Corpus overview


MeSH Disease

HGNC Genes

SARS-CoV-2 proteins

NSP8 (1)


SARS-CoV-2 Proteins
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    Plasmacytoid dendritic cells produce type I interferon and reduce viral replication in airway epithelial cells after SARS-CoV-2 infection MESHD

    Authors: Luisa Cervantes-Barragan; Abigail Vanderheiden; Charlotte J Royer; Meredith E Davis-Gardner; Philipp Ralfs; Tatiana Chirkova; Larry J Anderson; Arash Grakoui; Mehul S Suthar

    doi:10.1101/2021.05.12.443948 Date: 2021-05-13 Source: bioRxiv

    Infection with SARS-CoV-2 has caused a pandemic of unprecedented dimensions. SARS-CoV-2 infects MESHD airway and lung cells causing viral pneumonia MESHD. The importance of type I interferon (IFN) HGNC production for the control of SARS-CoV-2 infection MESHD is highlighted by the increased severity of COVID-19 MESHD in patients with inborn errors of type I IFN MESHD response or auto-antibodies against IFN HGNC-. Plasmacytoid dendritic cells (pDCs) are a unique immune cell population specialized in recognizing and controlling viral infections through the production of high concentrations of type I IFN. In this study, we isolated pDCs from healthy donors and showed that pDCs are able to recognize SARS-CoV-2 and rapidly produce large amounts of type I IFN. Sensing of SARS-CoV-2 by pDCs was independent of viral replication since pDCs were also able to recognize UV-inactivated SARS-CoV-2 and produce type I IFN. Transcriptional profiling of SARS-CoV-2 and UV-SARS-CoV-2 stimulated pDCs also showed a rapid type I and III IFN response as well as induction of several chemokines, and the induction of apoptosis in pDCs. Moreover, we modeled SARS-CoV-2 infection MESHD in the lung using primary human airway epithelial cells (pHAEs) and showed that co-culture of pDCs with SARS-CoV-2 infected pHAEs MESHD induces an antiviral response and upregulation of antigen presentation in pHAE cells. Importantly, the presence of pDCs in the co-culture results in control of SARS-CoV-2 replication in pHAEs. Our study identifies pDCs as one of the key cells that can recognize SARS-CoV-2 infection MESHD, produce type I and III IFN and control viral replication in infected cells.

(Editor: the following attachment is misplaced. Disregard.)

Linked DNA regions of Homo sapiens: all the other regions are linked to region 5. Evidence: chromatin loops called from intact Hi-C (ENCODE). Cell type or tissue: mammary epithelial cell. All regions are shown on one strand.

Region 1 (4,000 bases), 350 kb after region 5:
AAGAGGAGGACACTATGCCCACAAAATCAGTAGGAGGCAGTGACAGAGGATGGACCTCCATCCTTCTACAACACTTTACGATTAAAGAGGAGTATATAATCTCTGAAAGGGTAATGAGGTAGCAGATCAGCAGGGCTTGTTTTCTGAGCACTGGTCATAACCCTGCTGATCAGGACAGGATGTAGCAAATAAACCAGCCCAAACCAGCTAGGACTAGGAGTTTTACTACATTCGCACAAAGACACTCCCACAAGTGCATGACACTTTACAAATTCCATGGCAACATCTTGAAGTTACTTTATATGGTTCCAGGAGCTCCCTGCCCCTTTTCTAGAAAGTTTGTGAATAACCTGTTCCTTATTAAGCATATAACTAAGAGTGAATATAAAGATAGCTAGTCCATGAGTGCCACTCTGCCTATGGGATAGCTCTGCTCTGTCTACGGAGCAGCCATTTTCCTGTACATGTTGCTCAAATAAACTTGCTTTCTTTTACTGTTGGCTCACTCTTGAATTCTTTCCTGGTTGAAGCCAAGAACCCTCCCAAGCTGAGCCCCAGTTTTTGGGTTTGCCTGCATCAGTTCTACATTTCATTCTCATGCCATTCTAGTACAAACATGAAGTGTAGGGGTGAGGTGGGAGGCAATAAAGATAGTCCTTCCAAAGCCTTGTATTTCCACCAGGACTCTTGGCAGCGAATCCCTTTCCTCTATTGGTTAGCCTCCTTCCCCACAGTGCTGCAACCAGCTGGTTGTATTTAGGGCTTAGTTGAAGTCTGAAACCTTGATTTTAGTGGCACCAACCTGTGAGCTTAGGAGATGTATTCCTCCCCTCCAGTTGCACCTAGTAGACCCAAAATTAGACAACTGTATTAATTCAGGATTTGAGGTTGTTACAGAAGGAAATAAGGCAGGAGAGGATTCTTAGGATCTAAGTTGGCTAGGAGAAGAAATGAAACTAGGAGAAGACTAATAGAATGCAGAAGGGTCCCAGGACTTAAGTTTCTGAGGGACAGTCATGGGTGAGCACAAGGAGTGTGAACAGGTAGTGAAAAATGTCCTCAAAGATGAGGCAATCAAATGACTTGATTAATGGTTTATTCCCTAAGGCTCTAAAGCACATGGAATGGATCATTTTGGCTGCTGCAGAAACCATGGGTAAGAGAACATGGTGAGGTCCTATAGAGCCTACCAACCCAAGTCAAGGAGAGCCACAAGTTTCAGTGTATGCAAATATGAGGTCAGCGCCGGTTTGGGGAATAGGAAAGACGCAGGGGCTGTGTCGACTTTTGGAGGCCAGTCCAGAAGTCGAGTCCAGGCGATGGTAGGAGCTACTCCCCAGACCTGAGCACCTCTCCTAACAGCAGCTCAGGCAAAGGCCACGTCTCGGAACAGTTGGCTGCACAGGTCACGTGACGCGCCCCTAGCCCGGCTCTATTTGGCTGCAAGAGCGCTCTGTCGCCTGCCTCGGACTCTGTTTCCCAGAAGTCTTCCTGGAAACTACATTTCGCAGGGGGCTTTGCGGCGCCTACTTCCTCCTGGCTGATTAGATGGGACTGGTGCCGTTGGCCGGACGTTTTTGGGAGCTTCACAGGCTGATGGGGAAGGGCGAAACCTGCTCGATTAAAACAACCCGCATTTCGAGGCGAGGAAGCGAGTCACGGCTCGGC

Authors: Natalia G Sampaio; Lise Chauveau; Jonny Hertzog; Anne Bridgeman; Gerissa Fowler; Jurgen P Moonen; Maeva Dupont; Rebecca A Russel; Marko Noerenberg; Jan Rehwinkel

    doi:10.1101/2021.03.26.437180 Date: 2021-03-27 Source: bioRxiv

    Human cells respond to infection by SARS-CoV-2, the virus that causes COVID-19 MESHD, by producing cytokines including type I and III interferons (IFNs) and proinflammatory factors such as IL6 HGNC and TNF HGNC. IFNs can limit SARS-CoV-2 replication but cytokine imbalance contributes to severe COVID-19 MESHD. We studied how cells detect SARS-CoV-2 infection MESHD. We report that the cytosolic RNA sensor MDA5 HGNC was required for type I and III IFN induction in the lung cancer MESHD cell line Calu-3 upon SARS-CoV-2 infection MESHD. Type I and III IFN HGNC induction further required MAVS HGNC and IRF3 HGNC. In contrast, induction of IL6 HGNC and TNF HGNC was independent of the MDA5 HGNC- MAVS HGNC- IRF3 HGNC axis in this setting. We further found that SARS-CoV-2 infection MESHD inhibited the ability of cells to respond to IFNs. In sum, we identified MDA5 HGNC as a cellular sensor for SARS-CoV-2 infection MESHD that induced type I MESHD and III IFNs.